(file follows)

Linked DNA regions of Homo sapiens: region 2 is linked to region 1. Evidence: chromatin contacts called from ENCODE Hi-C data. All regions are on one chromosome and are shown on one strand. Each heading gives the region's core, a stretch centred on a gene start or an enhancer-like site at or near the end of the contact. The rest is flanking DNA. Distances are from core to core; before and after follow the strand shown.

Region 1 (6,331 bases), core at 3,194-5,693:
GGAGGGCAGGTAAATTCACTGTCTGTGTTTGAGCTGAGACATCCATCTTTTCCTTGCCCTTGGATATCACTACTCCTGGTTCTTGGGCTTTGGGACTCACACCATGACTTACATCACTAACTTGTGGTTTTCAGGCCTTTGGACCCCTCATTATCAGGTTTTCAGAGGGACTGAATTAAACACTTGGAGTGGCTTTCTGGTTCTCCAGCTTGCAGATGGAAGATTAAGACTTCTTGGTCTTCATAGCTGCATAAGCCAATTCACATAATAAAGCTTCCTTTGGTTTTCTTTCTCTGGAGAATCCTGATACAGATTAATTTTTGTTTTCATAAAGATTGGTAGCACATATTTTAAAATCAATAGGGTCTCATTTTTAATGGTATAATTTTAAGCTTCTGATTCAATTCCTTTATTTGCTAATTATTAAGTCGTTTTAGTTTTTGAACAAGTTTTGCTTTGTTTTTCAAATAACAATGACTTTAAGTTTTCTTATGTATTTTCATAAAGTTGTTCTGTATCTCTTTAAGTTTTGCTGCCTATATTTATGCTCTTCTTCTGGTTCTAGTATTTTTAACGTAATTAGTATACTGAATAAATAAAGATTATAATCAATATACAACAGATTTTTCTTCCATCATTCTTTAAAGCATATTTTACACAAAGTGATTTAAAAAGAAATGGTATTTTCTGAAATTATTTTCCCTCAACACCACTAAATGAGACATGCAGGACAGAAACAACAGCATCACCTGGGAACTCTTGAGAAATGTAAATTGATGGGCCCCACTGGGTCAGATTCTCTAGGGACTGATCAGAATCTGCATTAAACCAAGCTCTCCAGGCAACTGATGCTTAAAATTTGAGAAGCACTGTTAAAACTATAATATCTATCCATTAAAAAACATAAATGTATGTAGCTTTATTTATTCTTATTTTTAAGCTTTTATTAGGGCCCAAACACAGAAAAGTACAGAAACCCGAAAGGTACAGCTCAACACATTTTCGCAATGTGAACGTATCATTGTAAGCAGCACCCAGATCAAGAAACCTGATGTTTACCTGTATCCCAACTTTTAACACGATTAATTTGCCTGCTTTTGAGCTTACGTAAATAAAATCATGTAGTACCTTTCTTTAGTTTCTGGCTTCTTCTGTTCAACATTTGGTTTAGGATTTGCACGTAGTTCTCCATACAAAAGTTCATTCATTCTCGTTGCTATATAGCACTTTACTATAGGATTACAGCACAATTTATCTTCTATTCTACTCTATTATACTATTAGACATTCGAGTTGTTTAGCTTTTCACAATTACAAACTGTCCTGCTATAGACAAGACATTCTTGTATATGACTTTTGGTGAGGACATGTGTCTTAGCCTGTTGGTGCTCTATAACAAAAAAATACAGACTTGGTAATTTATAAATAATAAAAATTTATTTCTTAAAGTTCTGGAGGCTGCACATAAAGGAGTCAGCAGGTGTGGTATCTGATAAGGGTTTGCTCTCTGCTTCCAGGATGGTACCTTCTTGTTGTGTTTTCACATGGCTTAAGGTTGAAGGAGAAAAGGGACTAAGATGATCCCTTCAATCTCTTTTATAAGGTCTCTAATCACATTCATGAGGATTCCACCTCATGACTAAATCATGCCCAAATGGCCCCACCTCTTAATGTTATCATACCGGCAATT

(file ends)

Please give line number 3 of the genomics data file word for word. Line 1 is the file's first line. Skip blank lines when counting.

GGAGGGCAGGTAAATTCACTGTCTGTGTTTGAGCTGAGACATCCATCTTTTCCTTGCCCTTGGATATCACTACTCCTGGTTCTTGGGCTTTGGGACTCACACCATGACTTACATCACTAACTTGTGGTTTTCAGGCCTTTGGACCCCTCATTATCAGGTTTTCAGAGGGACTGAATTAAACACTTGGAGTGGCTTTCTGGTTCTCCAGCTTGCAGATGGAAGATTAAGACTTCTTGGTCTTCATAGCTGCATAAGCCAATTCACATAATAAAGCTTCCTTTGGTTTTCTTTCTCTGGAGAATCCTGATACAGATTAATTTTTGTTTTCATAAAGATTGGTAGCACATATTTTAAAATCAATAGGGTCTCATTTTTAATGGTATAATTTTAAGCTTCTGATTCAATTCCTTTATTTGCTAATTATTAAGTCGTTTTAGTTTTTGAACAAGTTTTGCTTTGTTTTTCAAATAACAATGACTTTAAGTTTTCTTATGTATTTTCATAAAGTTGTTCTGTATCTCTTTAAGTTTTGCTGCCTATATTTATGCTCTTCTTCTGGTTCTAGTATTTTTAACGTAATTAGTATACTGAATAAATAAAGATTATAATCAATATACAACAGATTTTTCTTCCATCATTCTTTAAAGCATATTTTACACAAAGTGATTTAAAAAGAAATGGTATTTTCTGAAATTATTTTCCCTCAACACCACTAAATGAGACATGCAGGACAGAAACAACAGCATCACCTGGGAACTCTTGAGAAATGTAAATTGATGGGCCCCACTGGGTCAGATTCTCTAGGGACTGATCAGAATCTGCATTAAACCAAGCTCTCCAGGCAACTGATGCTTAAAATTTGAGAAGCACTGTTAAAACTATAATATCTATCCATTAAAAAACATAAATGTATGTAGCTTTATTTATTCTTATTTTTAAGCTTTTATTAGGGCCCAAACACAGAAAAGTACAGAAACCCGAAAGGTACAGCTCAACACATTTTCGCAATGTGAACGTATCATTGTAAGCAGCACCCAGATCAAGAAACCTGATGTTTACCTGTATCCCAACTTTTAACACGATTAATTTGCCTGCTTTTGAGCTTACGTAAATAAAATCATGTAGTACCTTTCTTTAGTTTCTGGCTTCTTCTGTTCAACATTTGGTTTAGGATTTGCACGTAGTTCTCCATACAAAAGTTCATTCATTCTCGTTGCTATATAGCACTTTACTATAGGATTACAGCACAATTTATCTTCTATTCTACTCTATTATACTATTAGACATTCGAGTTGTTTAGCTTTTCACAATTACAAACTGTCCTGCTATAGACAAGACATTCTTGTATATGACTTTTGGTGAGGACATGTGTCTTAGCCTGTTGGTGCTCTATAACAAAAAAATACAGACTTGGTAATTTATAAATAATAAAAATTTATTTCTTAAAGTTCTGGAGGCTGCACATAAAGGAGTCAGCAGGTGTGGTATCTGATAAGGGTTTGCTCTCTGCTTCCAGGATGGTACCTTCTTGTTGTGTTTTCACATGGCTTAAGGTTGAAGGAGAAAAGGGACTAAGATGATCCCTTCAATCTCTTTTATAAGGTCTCTAATCACATTCATGAGGATTCCACCTCATGACTAAATCATGCCCAAATGGCCCCACCTCTTAATGTTATCATACCGGCAATT